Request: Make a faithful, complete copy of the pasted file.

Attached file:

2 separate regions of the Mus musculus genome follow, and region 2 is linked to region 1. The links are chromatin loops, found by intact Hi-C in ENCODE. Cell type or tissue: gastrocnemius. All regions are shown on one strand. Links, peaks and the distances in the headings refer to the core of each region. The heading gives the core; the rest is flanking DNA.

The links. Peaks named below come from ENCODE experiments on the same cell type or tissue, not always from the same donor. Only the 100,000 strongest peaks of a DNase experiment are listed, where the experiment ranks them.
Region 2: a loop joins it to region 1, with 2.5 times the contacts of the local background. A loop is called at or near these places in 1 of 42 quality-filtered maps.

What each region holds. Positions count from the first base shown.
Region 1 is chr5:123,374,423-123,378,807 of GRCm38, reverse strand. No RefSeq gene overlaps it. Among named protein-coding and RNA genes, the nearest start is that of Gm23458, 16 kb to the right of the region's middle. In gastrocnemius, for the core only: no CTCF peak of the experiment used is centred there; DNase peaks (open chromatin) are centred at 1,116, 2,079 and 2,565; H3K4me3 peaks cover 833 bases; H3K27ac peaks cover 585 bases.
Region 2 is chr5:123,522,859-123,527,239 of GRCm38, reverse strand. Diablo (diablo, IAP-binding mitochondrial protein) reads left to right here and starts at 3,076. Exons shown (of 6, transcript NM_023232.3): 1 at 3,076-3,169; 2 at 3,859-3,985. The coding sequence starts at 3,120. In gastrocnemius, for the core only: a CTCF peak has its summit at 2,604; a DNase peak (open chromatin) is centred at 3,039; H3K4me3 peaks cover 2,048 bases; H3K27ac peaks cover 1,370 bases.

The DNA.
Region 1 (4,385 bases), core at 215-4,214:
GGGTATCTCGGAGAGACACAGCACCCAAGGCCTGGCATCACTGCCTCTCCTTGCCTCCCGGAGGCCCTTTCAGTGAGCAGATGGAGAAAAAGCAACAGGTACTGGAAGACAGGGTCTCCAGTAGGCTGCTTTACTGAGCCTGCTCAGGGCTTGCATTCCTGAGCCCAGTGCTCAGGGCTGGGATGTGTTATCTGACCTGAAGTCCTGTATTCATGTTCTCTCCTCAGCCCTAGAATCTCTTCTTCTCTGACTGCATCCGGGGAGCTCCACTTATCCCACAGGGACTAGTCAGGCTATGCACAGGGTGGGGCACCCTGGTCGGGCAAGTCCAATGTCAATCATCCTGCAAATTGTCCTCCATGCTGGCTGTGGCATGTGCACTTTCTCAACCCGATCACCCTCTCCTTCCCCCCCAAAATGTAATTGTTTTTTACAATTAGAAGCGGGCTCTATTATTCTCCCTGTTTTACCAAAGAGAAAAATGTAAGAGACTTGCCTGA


2 separate regions of the Mus musculus genome follow, and region 2 is linked to region 1. The links are chromatin loops, found by intact Hi-C in ENCODE. Cell type or tissue: gastrocnemius. All regions are shown on one strand. Links, peaks and the distances in the headings refer to the core of each region. The heading gives the core; the rest is flanking DNA.

The links. Peaks named below come from ENCODE experiments on the same cell type or tissue, not always from the same donor. Only the 100,000 strongest peaks of a DNase experiment are listed, where the experiment ranks them.
Region 2: a loop joins it to region 1, with 2.5 times the contacts of the local background. A loop is called at or near these places in 1 of 42 quality-filtered maps.

What each region holds. Positions count from the first base shown.
Region 1 is chr5:123,374,423-123,378,807 of GRCm38, reverse strand. No RefSeq gene overlaps it. Among named protein-coding and RNA genes, the nearest start is that of Gm23458, 16 kb to the right of the region's middle. In gastrocnemius, for the core only: no CTCF peak of the experiment used is centred there; DNase peaks (open chromatin) are centred at 1,116, 2,079 and 2,565; H3K4me3 peaks cover 833 bases; H3K27ac peaks cover 585 bases.
Region 2 is chr5:123,522,859-123,527,239 of GRCm38, reverse strand. Diablo (diablo, IAP-binding mitochondrial protein) reads left to right here and starts at 3,076. Exons shown (of 6, transcript NM_023232.3): 1 at 3,076-3,169; 2 at 3,859-3,985. The coding sequence starts at 3,120. In gastrocnemius, for the core only: a CTCF peak has its summit at 2,604; a DNase peak (open chromatin) is centred at 3,039; H3K4me3 peaks cover 2,048 bases; H3K27ac peaks cover 1,370 bases.

The DNA.
Region 1 (4,385 bases), core at 215-4,214:
GGGTATCTCGGAGAGACACAGCACCCAAGGCCTGGCATCACTGCCTCTCCTTGCCTCCCGGAGGCCCTTTCAGTGAGCAGATGGAGAAAAAGCAACAGGTACTGGAAGACAGGGTCTCCAGTAGGCTGCTTTACTGAGCCTGCTCAGGGCTTGCATTCCTGAGCCCAGTGCTCAGGGCTGGGATGTGTTATCTGACCTGAAGTCCTGTATTCATGTTCTCTCCTCAGCCCTAGAATCTCTTCTTCTCTGACTGCATCCGGGGAGCTCCACTTATCCCACAGGGACTAGTCAGGCTATGCACAGGGTGGGGCACCCTGGTCGGGCAAGTCCAATGTCAATCATCCTGCAAATTGTCCTCCATGCTGGCTGTGGCATGTGCACTTTCTCAACCCGATCACCCTCTCCTTCCCCCCCAAAATGTAATTGTTTTTTACAATTAGAAGCGGGCTCTATTATTCTCCCTGTTTTACCAAAGAGAAAAATGTAAGAGACTTGCCTGA